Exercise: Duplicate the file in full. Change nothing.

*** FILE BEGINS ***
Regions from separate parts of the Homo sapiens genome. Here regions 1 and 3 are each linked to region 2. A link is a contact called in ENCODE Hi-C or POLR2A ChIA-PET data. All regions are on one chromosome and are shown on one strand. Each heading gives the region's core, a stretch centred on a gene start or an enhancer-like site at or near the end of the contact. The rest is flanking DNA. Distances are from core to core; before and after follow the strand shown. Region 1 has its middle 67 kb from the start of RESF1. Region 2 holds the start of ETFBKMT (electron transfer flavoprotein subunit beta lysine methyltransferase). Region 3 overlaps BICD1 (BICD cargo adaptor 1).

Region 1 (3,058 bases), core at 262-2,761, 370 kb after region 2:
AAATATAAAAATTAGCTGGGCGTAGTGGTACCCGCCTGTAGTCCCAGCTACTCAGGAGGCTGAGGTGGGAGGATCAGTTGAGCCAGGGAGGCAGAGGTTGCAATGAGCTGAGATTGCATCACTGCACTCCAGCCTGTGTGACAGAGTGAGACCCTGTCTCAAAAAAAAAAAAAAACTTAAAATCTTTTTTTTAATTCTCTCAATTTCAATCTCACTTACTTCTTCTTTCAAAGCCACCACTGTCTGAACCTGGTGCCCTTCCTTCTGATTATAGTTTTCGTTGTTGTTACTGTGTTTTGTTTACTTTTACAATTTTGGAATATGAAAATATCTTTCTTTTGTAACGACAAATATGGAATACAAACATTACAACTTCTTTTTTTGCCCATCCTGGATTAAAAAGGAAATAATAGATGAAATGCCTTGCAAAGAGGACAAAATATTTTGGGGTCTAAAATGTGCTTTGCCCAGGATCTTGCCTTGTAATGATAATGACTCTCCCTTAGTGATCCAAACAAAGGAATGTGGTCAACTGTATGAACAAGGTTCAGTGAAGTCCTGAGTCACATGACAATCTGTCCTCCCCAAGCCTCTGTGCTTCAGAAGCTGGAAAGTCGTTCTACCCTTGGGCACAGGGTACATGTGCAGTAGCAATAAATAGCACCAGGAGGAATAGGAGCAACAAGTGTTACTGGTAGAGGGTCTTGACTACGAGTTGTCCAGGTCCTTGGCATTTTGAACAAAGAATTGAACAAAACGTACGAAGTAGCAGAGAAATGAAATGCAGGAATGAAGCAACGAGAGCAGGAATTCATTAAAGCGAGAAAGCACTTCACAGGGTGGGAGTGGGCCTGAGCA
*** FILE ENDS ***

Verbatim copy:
Regions from separate parts of the Homo sapiens genome. Here regions 1 and 3 are each linked to region 2. A link is a contact called in ENCODE Hi-C or POLR2A ChIA-PET data. All regions are on one chromosome and are shown on one strand. Each heading gives the region's core, a stretch centred on a gene start or an enhancer-like site at or near the end of the contact. The rest is flanking DNA. Distances are from core to core; before and after follow the strand shown. Region 1 has its middle 67 kb from the start of RESF1. Region 2 holds the start of ETFBKMT (electron transfer flavoprotein subunit beta lysine methyltransferase). Region 3 overlaps BICD1 (BICD cargo adaptor 1).

Region 1 (3,058 bases), core at 262-2,761, 370 kb after region 2:
AAATATAAAAATTAGCTGGGCGTAGTGGTACCCGCCTGTAGTCCCAGCTACTCAGGAGGCTGAGGTGGGAGGATCAGTTGAGCCAGGGAGGCAGAGGTTGCAATGAGCTGAGATTGCATCACTGCACTCCAGCCTGTGTGACAGAGTGAGACCCTGTCTCAAAAAAAAAAAAAAACTTAAAATCTTTTTTTTAATTCTCTCAATTTCAATCTCACTTACTTCTTCTTTCAAAGCCACCACTGTCTGAACCTGGTGCCCTTCCTTCTGATTATAGTTTTCGTTGTTGTTACTGTGTTTTGTTTACTTTTACAATTTTGGAATATGAAAATATCTTTCTTTTGTAACGACAAATATGGAATACAAACATTACAACTTCTTTTTTTGCCCATCCTGGATTAAAAAGGAAATAATAGATGAAATGCCTTGCAAAGAGGACAAAATATTTTGGGGTCTAAAATGTGCTTTGCCCAGGATCTTGCCTTGTAATGATAATGACTCTCCCTTAGTGATCCAAACAAAGGAATGTGGTCAACTGTATGAACAAGGTTCAGTGAAGTCCTGAGTCACATGACAATCTGTCCTCCCCAAGCCTCTGTGCTTCAGAAGCTGGAAAGTCGTTCTACCCTTGGGCACAGGGTACATGTGCAGTAGCAATAAATAGCACCAGGAGGAATAGGAGCAACAAGTGTTACTGGTAGAGGGTCTTGACTACGAGTTGTCCAGGTCCTTGGCATTTTGAACAAAGAATTGAACAAAACGTACGAAGTAGCAGAGAAATGAAATGCAGGAATGAAGCAACGAGAGCAGGAATTCATTAAAGCGAGAAAGCACTTCACAGGGTGGGAGTGGGCCTGAGCA